Florida A&M University (FAMU) and the Florida Center of Advanced Aero-Propulsion (FCAAP) have been awarded $1,200,000 by the Army Research Office (ARO). The award will expand the high-speed research capability at the facility and recruit more African American students to pursue careers in aerospace engineering.
“We want to train the next generation of engineers and scientists and expand research opportunities for under-represented minority students,” Rajan Kumar, a professor in mechanical engineering at the FAMU-FSU College of Engineering, said. “The U.S. Army has been very supportive of our mission as well as our many partner institutions.”
Kumar is the Director of the Florida Center for Advanced Aero-Propulsion (FCAAP) and is working on research that will help the U.S. Army advance its design tools for high-speed research and next-generation hypersonic platforms. He is researching smart projectile performance and maneuvers at high angles, at a range of speeds, including subsonic, transonic, and supersonic Mach numbers.
Funding is distributed into two grants, one for basic research and the other to expand the capability of the polysonic wind tunnel (PSWT). Upgrades for the PSWT will allow the researchers to conduct research at realistic flight conditions. FAMU is adding $300,000 in matching funds to complement the planned upgrades and help train more minority students in aerospace engineering.
“The polysonic wind tunnel is a unique facility, and no other institution has it,” Kumar said. “It is capable of operating from Mach 0.2 to 5.0, and we are always interested in expanding its capabilities to meet new research challenges.”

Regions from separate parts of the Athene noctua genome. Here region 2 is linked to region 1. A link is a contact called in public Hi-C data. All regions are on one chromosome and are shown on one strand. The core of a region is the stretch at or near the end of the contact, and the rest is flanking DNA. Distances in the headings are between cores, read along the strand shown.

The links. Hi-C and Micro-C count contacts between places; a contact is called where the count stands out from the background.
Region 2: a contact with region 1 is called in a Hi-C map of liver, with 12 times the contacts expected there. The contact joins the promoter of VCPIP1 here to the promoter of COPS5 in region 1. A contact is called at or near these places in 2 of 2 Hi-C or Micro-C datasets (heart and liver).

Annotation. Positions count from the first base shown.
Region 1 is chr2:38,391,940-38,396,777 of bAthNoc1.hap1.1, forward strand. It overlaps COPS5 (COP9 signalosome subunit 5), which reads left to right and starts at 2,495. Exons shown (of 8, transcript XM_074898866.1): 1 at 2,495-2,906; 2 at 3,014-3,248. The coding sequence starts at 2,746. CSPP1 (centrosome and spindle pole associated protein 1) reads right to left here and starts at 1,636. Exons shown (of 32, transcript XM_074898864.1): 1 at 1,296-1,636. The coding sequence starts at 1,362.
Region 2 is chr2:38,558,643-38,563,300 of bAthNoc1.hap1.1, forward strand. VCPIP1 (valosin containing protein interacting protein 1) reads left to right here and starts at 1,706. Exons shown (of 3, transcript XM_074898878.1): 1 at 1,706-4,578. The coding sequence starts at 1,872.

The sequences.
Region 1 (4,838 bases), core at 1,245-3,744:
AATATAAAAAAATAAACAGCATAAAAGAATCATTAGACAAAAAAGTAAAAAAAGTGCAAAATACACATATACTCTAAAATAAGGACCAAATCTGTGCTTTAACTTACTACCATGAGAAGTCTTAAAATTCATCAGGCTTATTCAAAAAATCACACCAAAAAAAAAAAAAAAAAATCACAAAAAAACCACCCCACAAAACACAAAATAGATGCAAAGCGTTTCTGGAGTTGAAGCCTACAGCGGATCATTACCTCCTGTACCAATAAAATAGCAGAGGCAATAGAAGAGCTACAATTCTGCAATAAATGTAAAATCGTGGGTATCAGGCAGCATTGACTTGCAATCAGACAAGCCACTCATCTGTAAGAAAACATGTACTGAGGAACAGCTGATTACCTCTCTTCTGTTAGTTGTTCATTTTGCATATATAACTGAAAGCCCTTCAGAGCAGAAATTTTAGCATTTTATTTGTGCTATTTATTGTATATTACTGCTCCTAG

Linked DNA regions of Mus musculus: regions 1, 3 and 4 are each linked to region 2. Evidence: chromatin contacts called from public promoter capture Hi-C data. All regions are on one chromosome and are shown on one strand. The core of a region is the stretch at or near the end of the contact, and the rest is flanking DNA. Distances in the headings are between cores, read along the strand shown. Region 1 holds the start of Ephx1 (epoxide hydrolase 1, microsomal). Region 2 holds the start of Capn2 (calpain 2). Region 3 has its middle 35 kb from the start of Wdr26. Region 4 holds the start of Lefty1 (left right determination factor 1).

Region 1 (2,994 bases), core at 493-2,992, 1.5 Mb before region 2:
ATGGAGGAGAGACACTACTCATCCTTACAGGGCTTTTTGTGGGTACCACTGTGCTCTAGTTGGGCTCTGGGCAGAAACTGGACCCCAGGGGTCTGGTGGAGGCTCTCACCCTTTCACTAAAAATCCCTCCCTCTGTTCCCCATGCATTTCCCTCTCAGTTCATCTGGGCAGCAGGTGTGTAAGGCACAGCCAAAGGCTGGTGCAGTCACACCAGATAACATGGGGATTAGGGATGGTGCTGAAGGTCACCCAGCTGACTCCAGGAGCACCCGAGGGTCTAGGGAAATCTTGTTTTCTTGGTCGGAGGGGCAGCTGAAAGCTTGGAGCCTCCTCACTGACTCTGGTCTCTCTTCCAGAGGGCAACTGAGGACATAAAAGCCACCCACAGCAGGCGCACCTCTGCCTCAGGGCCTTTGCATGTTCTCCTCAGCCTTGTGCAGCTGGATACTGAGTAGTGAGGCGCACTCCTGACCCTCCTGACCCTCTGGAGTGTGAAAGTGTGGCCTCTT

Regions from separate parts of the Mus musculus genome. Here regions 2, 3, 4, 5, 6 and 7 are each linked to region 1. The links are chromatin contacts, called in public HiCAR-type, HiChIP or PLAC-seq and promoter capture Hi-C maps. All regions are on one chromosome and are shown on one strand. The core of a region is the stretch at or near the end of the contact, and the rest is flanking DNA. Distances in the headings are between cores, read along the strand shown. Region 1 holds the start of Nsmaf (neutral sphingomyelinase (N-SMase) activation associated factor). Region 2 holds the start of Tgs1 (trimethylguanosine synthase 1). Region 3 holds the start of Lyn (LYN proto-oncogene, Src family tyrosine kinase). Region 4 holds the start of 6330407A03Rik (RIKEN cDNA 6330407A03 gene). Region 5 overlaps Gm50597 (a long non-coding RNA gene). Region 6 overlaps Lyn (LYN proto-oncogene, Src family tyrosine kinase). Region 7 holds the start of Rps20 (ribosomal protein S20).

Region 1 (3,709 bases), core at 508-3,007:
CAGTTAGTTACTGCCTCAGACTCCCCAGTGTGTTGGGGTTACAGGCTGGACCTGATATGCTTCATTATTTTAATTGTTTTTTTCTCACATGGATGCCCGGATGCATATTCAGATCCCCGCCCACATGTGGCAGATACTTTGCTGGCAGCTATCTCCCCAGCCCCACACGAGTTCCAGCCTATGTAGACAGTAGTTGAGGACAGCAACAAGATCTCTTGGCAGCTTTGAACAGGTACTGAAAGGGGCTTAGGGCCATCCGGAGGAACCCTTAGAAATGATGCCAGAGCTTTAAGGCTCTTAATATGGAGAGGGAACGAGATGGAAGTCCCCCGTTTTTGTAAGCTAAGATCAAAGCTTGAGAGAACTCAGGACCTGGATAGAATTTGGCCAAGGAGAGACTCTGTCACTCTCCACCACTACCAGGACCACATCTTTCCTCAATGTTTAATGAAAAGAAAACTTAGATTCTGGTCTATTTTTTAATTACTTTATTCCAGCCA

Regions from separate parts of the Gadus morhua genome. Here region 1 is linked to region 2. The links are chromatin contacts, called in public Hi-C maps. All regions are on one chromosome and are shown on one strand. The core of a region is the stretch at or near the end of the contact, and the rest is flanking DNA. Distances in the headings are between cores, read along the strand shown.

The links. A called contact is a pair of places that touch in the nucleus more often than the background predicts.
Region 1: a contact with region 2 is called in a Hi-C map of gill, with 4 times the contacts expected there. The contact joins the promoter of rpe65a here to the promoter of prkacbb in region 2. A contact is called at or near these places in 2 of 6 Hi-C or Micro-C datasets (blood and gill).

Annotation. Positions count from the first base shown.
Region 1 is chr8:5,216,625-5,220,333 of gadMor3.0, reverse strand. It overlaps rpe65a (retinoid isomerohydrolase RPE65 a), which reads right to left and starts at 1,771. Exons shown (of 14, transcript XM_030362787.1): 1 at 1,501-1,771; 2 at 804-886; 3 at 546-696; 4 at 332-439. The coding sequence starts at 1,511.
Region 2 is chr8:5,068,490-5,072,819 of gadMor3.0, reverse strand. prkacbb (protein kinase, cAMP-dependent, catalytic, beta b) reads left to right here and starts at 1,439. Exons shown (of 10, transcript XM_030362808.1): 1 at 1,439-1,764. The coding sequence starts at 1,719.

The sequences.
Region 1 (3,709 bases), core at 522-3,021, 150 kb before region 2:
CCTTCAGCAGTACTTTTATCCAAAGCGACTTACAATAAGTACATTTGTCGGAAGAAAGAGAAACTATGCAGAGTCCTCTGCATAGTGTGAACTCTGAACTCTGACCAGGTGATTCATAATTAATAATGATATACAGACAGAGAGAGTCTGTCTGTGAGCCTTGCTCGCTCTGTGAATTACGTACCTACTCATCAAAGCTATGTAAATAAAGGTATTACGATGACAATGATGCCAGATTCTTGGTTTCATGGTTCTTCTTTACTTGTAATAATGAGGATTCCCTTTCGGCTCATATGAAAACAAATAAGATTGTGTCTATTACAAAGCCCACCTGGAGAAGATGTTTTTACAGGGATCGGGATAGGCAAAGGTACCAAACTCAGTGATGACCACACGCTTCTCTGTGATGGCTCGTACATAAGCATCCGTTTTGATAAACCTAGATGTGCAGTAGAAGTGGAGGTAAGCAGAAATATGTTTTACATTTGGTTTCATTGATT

Polysonic Wind Tunnel
The next-generation polysonic wind tunnel is impressive to see, but its powerful lungs remind you of the ‘60s ballad, Puff the Magic Dragon. You can hear the inextricably loud hiss that shakes the building when the air pressure from the wind tunnel is released. That’s the sound that Adrianne Brown likes when she is working at the facility.
“It’s fun to hear the loud noises of the polysonic wind tunnel,” Brown said. “Using compressed air, the flow speeds up to Mach 5 and, by sending a large amount of air through a narrow nozzle. It’s like when you put your finger on the end of a water hose to increase the pressure.”
Brown is a graduate researcher at FCAAP and is a doctoral student in mechanical engineering at the FAMU-FSU College of Engineering and Florida A&M University. She is researching the trajectory of projectiles, like missiles, and is interested in improving accuracy in flight.
“Whether a projectile fires from an aircraft or ground, we want to understand what is happening during flight,” Brown said. “An error can quickly turn the projectile off course because it is flying at supersonic speed.”
The FCAAP group studies aircraft dynamics at supersonic and hypersonic speeds—that you can’t see with the naked eye. The polysonic wind tunnel facility is used by the U.S. Department of Defense agencies like the Navy, Air Force, Army, NASA and several major corporations like Lockheed Martin, Northrup Grumman and Boeing.
Brown is part of Kumar’s research team and wants to work in the engineering industry after graduation. The aerospace industry and high-speed testing facilities require technical personnel who can design and conduct experimental testing, and there is a nationwide demand for these personnel, according to Kumar.
“Our mission is to expand minority students in this area and a student like Adrianne is a great example of what students can do when given the opportunity, “Kumar said. “There is a strong demand for minority students to become part of the engineering workforce or aerospace engineering faculty.”
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